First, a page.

Slideshow: Osteoarthritis - Exercises for OA of the Knee
Reviewed by Andrew Seibert, MD on Thursday, October 20, 2011
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Warm up with a five-minute walk. Then, stretch. Lie down. Loop a bed sheet around your right foot. Use sheet to help pull and stretch leg up. Hold for 20 seconds. Repeat twice, then switch legs. Stretching is one of three important types of exercises for knee OA. Range of motion or stretching exercises keep you limber. Strengthening exercises build muscle strength to stabilize weak joints. Aerobic exercises, like walking, help lung and heart fitness.
Stretching exercises loosen muscles, improve flexibility, and help prevent pain and injury.
Use a chair for balance. Bend your right leg. Step back with left leg, slowly straightening it behind you. Press left heel towards the floor. Feel the stretch in your back leg.
For more of a stretch: Lean forward, bending the right knee deeper. Don't let the right knee go past your toes. Hold for 20 seconds. Do twice, then switch legs.
Straight Leg Raise
To try this leg strengthening move, lie on the floor. Prop your back up on your elbows. Bend your left knee, keeping foot on floor. Keep the right leg straight, toes pointed up. Tighten thigh muscles of your right leg. Slowly and smoothly use your thigh muscles -- not your back -- to raise your leg.
Pause, as seen above, for five seconds. With thigh still tight, slowly lower leg to ground. Relax. Repeat 10 times. Rest. Do another 10; then switch legs.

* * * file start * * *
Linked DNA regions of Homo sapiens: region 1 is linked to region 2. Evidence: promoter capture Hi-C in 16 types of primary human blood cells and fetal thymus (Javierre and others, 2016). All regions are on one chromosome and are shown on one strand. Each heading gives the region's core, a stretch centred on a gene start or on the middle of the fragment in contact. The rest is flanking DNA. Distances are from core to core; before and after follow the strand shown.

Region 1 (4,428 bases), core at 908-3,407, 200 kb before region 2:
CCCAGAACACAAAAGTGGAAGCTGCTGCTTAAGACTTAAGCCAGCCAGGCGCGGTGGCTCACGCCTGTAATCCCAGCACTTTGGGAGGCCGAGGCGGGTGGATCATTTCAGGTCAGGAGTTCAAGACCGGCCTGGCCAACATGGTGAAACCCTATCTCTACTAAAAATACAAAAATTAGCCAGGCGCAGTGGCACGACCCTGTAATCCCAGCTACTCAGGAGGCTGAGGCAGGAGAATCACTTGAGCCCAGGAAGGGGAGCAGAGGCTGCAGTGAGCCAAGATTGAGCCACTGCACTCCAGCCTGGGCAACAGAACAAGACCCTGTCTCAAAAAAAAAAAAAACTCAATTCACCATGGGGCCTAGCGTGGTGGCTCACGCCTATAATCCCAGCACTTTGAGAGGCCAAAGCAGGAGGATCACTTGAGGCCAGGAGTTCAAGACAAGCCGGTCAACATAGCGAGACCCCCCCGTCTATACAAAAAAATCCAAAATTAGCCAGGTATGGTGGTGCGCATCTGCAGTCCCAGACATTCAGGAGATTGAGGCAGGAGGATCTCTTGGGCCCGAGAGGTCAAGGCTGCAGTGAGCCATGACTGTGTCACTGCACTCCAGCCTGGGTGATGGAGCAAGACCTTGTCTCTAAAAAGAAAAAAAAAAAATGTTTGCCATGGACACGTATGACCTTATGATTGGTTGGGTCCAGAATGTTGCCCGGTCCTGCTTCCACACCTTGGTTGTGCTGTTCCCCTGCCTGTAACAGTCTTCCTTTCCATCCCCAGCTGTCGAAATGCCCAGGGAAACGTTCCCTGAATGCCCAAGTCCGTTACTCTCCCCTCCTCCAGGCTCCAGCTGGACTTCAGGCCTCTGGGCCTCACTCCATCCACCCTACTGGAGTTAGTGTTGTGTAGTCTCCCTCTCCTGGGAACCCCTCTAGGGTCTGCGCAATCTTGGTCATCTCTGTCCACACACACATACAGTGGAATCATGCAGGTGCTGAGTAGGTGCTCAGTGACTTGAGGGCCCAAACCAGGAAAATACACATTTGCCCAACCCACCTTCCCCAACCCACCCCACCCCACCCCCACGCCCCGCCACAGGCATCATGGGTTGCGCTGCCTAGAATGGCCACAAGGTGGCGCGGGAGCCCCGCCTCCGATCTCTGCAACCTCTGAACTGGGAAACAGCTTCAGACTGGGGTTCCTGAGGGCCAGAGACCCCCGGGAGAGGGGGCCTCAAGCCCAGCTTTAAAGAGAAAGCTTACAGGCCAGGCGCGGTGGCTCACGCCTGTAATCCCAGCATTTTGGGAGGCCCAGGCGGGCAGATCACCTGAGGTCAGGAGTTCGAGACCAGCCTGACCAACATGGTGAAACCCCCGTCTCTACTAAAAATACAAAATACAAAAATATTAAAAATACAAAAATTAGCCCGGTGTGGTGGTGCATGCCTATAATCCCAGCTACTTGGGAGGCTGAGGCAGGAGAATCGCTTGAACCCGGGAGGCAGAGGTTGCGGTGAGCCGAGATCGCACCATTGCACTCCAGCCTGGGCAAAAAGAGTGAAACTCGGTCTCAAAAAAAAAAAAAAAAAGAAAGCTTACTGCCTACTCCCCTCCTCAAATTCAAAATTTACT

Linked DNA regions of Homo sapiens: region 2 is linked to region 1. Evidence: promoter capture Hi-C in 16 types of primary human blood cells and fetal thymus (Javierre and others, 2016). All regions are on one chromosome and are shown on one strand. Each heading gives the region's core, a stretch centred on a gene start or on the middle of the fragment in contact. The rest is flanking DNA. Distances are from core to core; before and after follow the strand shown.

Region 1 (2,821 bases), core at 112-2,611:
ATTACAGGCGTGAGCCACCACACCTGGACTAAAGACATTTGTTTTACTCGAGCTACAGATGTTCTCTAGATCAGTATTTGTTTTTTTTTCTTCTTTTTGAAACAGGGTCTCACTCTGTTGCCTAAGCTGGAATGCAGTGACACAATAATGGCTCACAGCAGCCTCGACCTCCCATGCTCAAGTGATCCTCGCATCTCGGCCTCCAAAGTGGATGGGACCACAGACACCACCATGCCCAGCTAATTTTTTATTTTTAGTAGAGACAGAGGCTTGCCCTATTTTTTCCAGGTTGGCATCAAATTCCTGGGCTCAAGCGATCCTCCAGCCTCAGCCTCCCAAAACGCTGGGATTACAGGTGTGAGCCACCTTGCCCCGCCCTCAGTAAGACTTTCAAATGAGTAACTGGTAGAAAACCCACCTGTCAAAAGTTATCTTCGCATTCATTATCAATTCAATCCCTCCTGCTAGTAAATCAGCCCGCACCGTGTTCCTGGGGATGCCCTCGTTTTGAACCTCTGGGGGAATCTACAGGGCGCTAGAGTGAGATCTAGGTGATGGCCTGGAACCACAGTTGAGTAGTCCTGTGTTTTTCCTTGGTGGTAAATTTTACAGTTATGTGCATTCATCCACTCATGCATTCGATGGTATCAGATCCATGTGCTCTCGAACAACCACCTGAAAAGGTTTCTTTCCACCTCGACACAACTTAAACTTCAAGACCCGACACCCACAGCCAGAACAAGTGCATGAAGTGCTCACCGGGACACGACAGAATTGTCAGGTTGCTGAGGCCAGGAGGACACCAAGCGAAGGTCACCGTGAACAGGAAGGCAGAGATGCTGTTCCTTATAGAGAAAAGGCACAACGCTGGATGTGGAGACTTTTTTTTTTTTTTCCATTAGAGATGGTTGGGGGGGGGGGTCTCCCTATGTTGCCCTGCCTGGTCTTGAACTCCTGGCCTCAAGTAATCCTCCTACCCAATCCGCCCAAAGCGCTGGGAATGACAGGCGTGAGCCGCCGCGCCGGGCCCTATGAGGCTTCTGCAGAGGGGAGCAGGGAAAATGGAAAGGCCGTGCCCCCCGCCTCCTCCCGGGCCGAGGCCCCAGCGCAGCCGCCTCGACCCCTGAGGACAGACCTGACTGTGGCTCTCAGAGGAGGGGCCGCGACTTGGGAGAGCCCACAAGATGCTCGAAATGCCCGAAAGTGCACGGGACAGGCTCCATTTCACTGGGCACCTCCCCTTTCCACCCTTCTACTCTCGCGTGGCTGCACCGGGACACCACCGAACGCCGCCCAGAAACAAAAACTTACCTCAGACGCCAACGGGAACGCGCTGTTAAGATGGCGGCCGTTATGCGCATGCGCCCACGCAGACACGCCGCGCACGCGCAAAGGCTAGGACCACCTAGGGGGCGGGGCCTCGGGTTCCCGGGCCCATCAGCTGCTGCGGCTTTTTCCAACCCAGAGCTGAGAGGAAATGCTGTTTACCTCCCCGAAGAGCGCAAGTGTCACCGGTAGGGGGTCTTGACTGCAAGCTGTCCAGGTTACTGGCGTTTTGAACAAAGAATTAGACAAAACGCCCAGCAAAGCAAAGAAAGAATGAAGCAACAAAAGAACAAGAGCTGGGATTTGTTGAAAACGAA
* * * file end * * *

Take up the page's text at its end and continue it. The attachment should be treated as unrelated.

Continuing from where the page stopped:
Is the straight leg raise too tough? Do quad sets instead. With these you don’t raise your leg. Simply tighten the thigh muscles, also called the quadriceps, of one leg at a time.
Start by lying on the floor. Keep both legs on ground, relaxed. Flex and hold left leg tense for five seconds, as seen in right-hand photo. Relax. Do two sets of 10. Then, switch to other leg.
Seated Hip March
This move can strengthen hips and thigh muscles to help with daily activities, such as walking or rising from a chair.
Sit up straight in chair. Slightly kick back your left foot but keep toes on the floor. Lift your right foot off the floor, keeping knee bent. Hold right leg in the air five seconds. Slowly lower your foot to the ground. Repeat 10 times. Rest and do another 10, then switch legs. Too hard? Use your hands to help raise your leg.
This move helps strengthen the inside of your legs to help support your knee. Lie on your back, both knees bent. Place a pillow between knees.
Squeeze knees together, squishing pillow between them. Hold for five seconds. Relax. Repeat 10 times. Rest, then do another set of 10.
Too hard? You can also do this exercise while seated. See photo to right.
Hold back of chair for support. Stand straight and tall. Lift heels off ground and rise up on toes of both feet. Hold for five seconds. Slowly lower both heels to ground. Repeat 10 times. Rest. Do another 10.
Too hard? Do the same exercise, only sitting in a chair.
Side Leg Raise